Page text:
irrigation lines

A Monumental Fix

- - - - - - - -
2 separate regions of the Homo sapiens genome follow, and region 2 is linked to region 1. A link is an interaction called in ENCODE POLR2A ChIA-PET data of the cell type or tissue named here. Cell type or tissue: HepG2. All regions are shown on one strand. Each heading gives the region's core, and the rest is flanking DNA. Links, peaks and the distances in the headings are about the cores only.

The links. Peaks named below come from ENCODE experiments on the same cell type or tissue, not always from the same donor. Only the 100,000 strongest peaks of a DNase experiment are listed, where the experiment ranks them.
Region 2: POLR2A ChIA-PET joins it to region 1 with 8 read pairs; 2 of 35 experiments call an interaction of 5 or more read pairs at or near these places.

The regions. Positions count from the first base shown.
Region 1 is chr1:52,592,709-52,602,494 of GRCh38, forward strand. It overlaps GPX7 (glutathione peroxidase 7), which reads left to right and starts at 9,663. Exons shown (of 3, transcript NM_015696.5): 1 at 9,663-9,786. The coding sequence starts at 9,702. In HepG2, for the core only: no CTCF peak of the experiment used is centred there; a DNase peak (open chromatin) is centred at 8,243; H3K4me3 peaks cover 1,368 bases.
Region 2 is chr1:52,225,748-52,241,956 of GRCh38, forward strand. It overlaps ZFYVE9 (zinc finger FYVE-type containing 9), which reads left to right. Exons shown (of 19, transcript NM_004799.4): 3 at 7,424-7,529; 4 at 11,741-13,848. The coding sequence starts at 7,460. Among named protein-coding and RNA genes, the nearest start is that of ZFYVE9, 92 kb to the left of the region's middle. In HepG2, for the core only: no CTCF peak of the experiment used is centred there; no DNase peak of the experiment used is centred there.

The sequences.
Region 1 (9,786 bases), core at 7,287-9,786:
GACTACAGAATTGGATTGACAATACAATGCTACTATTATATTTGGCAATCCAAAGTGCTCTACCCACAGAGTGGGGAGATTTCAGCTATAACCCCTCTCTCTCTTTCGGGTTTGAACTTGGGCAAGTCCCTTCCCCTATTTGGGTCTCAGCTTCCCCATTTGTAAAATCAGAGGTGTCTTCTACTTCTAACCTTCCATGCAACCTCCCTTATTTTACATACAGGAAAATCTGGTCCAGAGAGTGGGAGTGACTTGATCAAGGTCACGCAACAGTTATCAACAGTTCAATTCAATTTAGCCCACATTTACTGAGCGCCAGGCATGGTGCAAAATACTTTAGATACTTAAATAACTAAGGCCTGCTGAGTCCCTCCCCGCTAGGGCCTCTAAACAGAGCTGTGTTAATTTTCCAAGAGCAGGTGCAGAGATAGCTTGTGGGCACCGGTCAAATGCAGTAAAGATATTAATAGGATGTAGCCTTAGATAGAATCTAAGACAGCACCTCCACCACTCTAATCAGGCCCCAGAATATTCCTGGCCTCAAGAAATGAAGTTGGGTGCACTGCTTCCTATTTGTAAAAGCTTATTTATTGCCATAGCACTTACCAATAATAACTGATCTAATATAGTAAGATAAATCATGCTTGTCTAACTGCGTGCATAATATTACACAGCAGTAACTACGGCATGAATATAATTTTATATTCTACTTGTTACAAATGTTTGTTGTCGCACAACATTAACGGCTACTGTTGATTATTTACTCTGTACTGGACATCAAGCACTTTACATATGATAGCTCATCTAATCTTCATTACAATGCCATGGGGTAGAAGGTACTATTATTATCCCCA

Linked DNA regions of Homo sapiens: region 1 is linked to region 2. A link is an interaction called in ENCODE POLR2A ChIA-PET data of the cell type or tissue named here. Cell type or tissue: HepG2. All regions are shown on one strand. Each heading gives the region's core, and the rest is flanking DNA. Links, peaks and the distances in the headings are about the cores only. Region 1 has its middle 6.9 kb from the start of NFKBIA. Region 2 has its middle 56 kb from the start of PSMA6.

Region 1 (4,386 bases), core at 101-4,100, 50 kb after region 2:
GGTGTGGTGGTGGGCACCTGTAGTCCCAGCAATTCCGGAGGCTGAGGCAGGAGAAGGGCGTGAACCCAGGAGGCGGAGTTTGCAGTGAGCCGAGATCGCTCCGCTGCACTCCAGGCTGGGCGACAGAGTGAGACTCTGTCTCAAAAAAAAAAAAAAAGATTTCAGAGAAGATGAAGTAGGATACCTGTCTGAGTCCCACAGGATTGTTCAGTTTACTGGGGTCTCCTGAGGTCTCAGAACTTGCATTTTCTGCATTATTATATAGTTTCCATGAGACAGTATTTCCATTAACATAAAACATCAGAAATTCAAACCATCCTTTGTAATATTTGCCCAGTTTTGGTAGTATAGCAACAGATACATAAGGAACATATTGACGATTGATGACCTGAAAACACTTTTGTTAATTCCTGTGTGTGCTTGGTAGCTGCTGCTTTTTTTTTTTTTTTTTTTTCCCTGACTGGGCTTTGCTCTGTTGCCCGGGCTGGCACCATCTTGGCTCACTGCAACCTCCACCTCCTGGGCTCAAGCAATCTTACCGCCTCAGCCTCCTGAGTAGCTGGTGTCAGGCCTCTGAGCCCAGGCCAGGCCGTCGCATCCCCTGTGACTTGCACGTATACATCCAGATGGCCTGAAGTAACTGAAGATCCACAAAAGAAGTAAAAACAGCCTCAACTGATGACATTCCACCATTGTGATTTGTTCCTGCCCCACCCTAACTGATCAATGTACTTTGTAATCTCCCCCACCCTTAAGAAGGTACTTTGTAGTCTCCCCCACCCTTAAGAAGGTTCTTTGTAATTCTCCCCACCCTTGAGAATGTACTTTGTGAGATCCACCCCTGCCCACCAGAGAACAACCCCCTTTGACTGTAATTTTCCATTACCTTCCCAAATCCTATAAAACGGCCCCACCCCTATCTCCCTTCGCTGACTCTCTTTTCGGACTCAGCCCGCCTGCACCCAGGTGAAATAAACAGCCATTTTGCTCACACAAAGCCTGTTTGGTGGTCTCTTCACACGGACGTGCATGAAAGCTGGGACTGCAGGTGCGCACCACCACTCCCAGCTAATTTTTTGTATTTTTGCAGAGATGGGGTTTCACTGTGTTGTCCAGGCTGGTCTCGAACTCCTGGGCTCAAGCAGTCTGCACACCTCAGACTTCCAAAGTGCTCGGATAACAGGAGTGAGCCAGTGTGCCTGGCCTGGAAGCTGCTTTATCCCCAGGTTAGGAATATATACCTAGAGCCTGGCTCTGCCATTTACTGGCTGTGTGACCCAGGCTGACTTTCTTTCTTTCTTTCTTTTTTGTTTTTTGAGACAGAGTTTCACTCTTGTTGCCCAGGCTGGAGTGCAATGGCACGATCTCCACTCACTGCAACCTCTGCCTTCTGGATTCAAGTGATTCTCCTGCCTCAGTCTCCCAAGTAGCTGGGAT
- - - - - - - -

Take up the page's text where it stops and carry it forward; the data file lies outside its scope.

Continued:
While in Venice, Italy, last summer, I came across a most unusual fountain in the Biennale Gardens near the city's historic Arsenale: It's a tall, slightly overgrown tribute to Giuseppe Garibaldi, the Italian general, politician and nationalist who is counted among the founding fathers of the modern Italy. I almost put the word fountain in quotation marks in the first sentence above, because the structure's water flows in an unusual way: While I'm reasonably certain the imposing tower of volcanic stone, granite boulders and bronze statuary once had internal plumbing and flowed with the greater elegance befitting such a tribute, it now flows through bands of black tubing interrupted in places by dribbling spouts. The odd effect is that the monument seems to be watered by an ordinary drip-irrigation system that keeps its plants green and aerates the turtle-filled basin at its base. I know that resources for restoration of even relatively intact artworks are scarce in Italy in general and especially in Venice, where life is a constant struggle to keep everything operational in the face of a combination of rising seawater and subsiding ground. But it's sad and a bit dispiriting that funds apparently aren't available for more than a stop-gap fix for a monument of this prominence and grandeur. But no matter: The fix works, and I still enjoyed seeing the monument, which was completed between 1885 and 1887 by Augusto Benvenuti, a local artist and sculptor. My guess is that it stands nearly 30 feet tall, with Garibaldi, flamboyantly attired, standing at its peak. Beneath him is a lion - the most accessible and impressive figure in the composition - as befits its being in Venice, where these beasts are iconic fixtures almost everywhere. Behind and below Garibaldi is a soldier attired in a uniform of the sort worn by Garibaldi's troops. I haven't been able to determine if there are any plans to repair the fountain and restore it to a more elegant form, but I'll hold onto that hope. In the meantime, the monument is worth a visit - if only to marvel at the beautiful turtles!